Feature Engineering for Improving Financial Derivatives-based Rainfall Prediction

Created by W.Langdon from gp-bibliography.bib Revision:1.4221

  author =       "Sam Cramer and Michael Kampouridis and 
                 Alex A. Freitas",
  title =        "Feature Engineering for Improving Financial
                 Derivatives-based Rainfall Prediction",
  booktitle =    "Proceedings of 2016 IEEE Congress on Evolutionary
                 Computation (CEC 2016)",
  year =         "2016",
  editor =       "Yew-Soon Ong",
  pages =        "3483--3490",
  address =      "Vancouver",
  month =        "24-29 " # jul,
  publisher =    "IEEE Press",
  keywords =     "genetic algorithms, genetic programming",
  isbn13 =       "978-1-5090-0623-6",
  DOI =          "doi:10.1109/CEC.2016.7744231",
  abstract =     "Rainfall is one of the most challenging variables to
                 predict, as it exhibits very unique characteristics
                 that do not exist in other time series data. Moreover,
                 rainfall is a major component and is essential for
                 applications that surround water resource planning. In
                 particular, this paper is interested in extending
                 previous work carried out on the prediction of rainfall
                 using Genetic Programming (GP) for rainfall
                 derivatives. Currently in the rainfall derivatives
                 literature, the process of predicting rainfall is
                 dominated by statistical models, namely using a
                 Markov-chain extended with rainfall prediction (MCRP).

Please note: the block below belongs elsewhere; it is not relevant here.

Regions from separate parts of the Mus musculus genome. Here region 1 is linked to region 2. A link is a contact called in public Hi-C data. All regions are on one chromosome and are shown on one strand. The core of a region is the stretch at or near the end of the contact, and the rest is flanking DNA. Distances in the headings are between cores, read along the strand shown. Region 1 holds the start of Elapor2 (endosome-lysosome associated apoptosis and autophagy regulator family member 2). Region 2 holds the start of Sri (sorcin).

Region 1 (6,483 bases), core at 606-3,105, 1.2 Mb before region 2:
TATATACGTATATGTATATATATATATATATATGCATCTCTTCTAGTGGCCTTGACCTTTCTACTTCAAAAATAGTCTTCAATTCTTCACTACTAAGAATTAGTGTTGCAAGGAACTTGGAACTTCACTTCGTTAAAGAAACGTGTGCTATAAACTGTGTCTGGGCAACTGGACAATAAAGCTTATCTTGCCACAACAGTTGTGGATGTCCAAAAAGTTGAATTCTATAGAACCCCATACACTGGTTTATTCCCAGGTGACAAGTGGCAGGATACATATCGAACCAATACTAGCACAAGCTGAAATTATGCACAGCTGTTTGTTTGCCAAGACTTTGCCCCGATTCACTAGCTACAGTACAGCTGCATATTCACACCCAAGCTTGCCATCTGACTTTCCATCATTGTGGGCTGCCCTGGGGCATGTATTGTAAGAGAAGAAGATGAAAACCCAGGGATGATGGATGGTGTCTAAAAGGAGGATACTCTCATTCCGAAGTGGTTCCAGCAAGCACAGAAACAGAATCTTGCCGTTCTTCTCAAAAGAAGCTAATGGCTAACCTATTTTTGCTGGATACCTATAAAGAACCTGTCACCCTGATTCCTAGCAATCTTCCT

In this paper we further extend our new methodology by
                 looking at the effect of feature engineering on the
                 rainfall prediction process. Feature engineering will
                 allow us to extract additional information from the
                 data variables created. By incorporating feature
                 engineering techniques we look to further tailor our GP
                 to the problem domain and we compare the performance of
                 the previous GP, which previously statistically
                 outperformed MCRP, against our new GP using feature
                 engineering on 21 different data sets of cities across
                 Europe and report the results. The goal is to see
                 whether GP can outperform its predecessor without extra
                 features, which acts as a benchmark. Results indicate
                 that in general GP using extra features significantly
                 outperforms a GP without the use of extra features.",
  notes =        "WCCI2016",

Genetic Programming entries for Sam Cramer Michael Kampouridis Alex Alves Freitas